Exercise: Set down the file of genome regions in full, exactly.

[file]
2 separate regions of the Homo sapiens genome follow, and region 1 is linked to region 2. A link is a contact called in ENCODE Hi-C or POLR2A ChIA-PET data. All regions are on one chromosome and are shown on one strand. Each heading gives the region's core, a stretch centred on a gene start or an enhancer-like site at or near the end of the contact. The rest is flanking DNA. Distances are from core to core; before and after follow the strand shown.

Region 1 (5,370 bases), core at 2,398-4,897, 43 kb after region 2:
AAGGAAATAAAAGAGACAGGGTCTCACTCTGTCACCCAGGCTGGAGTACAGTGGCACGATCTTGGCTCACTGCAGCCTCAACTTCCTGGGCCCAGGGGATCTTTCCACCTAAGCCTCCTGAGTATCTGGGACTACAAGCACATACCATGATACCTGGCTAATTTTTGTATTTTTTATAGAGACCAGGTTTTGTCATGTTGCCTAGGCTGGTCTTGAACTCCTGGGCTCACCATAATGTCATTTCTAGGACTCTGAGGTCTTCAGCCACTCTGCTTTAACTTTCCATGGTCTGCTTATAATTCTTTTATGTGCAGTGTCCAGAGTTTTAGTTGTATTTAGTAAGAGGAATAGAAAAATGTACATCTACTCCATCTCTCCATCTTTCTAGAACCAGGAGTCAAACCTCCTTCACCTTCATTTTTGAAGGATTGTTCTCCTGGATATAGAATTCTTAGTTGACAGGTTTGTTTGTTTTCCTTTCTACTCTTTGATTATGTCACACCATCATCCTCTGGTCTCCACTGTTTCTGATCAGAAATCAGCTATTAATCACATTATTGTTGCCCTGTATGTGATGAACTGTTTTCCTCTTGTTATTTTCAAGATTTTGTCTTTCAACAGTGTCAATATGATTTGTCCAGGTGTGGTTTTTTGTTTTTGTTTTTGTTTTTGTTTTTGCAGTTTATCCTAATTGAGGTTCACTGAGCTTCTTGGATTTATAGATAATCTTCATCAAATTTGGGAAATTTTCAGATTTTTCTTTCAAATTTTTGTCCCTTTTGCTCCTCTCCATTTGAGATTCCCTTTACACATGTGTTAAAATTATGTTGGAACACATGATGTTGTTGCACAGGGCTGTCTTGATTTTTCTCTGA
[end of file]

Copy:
2 separate regions of the Homo sapiens genome follow, and region 1 is linked to region 2. A link is a contact called in ENCODE Hi-C or POLR2A ChIA-PET data. All regions are on one chromosome and are shown on one strand. Each heading gives the region's core, a stretch centred on a gene start or an enhancer-like site at or near the end of the contact. The rest is flanking DNA. Distances are from core to core; before and after follow the strand shown.

Region 1 (5,370 bases), core at 2,398-4,897, 43 kb after region 2:
AAGGAAATAAAAGAGACAGGGTCTCACTCTGTCACCCAGGCTGGAGTACAGTGGCACGATCTTGGCTCACTGCAGCCTCAACTTCCTGGGCCCAGGGGATCTTTCCACCTAAGCCTCCTGAGTATCTGGGACTACAAGCACATACCATGATACCTGGCTAATTTTTGTATTTTTTATAGAGACCAGGTTTTGTCATGTTGCCTAGGCTGGTCTTGAACTCCTGGGCTCACCATAATGTCATTTCTAGGACTCTGAGGTCTTCAGCCACTCTGCTTTAACTTTCCATGGTCTGCTTATAATTCTTTTATGTGCAGTGTCCAGAGTTTTAGTTGTATTTAGTAAGAGGAATAGAAAAATGTACATCTACTCCATCTCTCCATCTTTCTAGAACCAGGAGTCAAACCTCCTTCACCTTCATTTTTGAAGGATTGTTCTCCTGGATATAGAATTCTTAGTTGACAGGTTTGTTTGTTTTCCTTTCTACTCTTTGATTATGTCACACCATCATCCTCTGGTCTCCACTGTTTCTGATCAGAAATCAGCTATTAATCACATTATTGTTGCCCTGTATGTGATGAACTGTTTTCCTCTTGTTATTTTCAAGATTTTGTCTTTCAACAGTGTCAATATGATTTGTCCAGGTGTGGTTTTTTGTTTTTGTTTTTGTTTTTGTTTTTGCAGTTTATCCTAATTGAGGTTCACTGAGCTTCTTGGATTTATAGATAATCTTCATCAAATTTGGGAAATTTTCAGATTTTTCTTTCAAATTTTTGTCCCTTTTGCTCCTCTCCATTTGAGATTCCCTTTACACATGTGTTAAAATTATGTTGGAACACATGATGTTGTTGCACAGGGCTGTCTTGATTTTTCTCTGA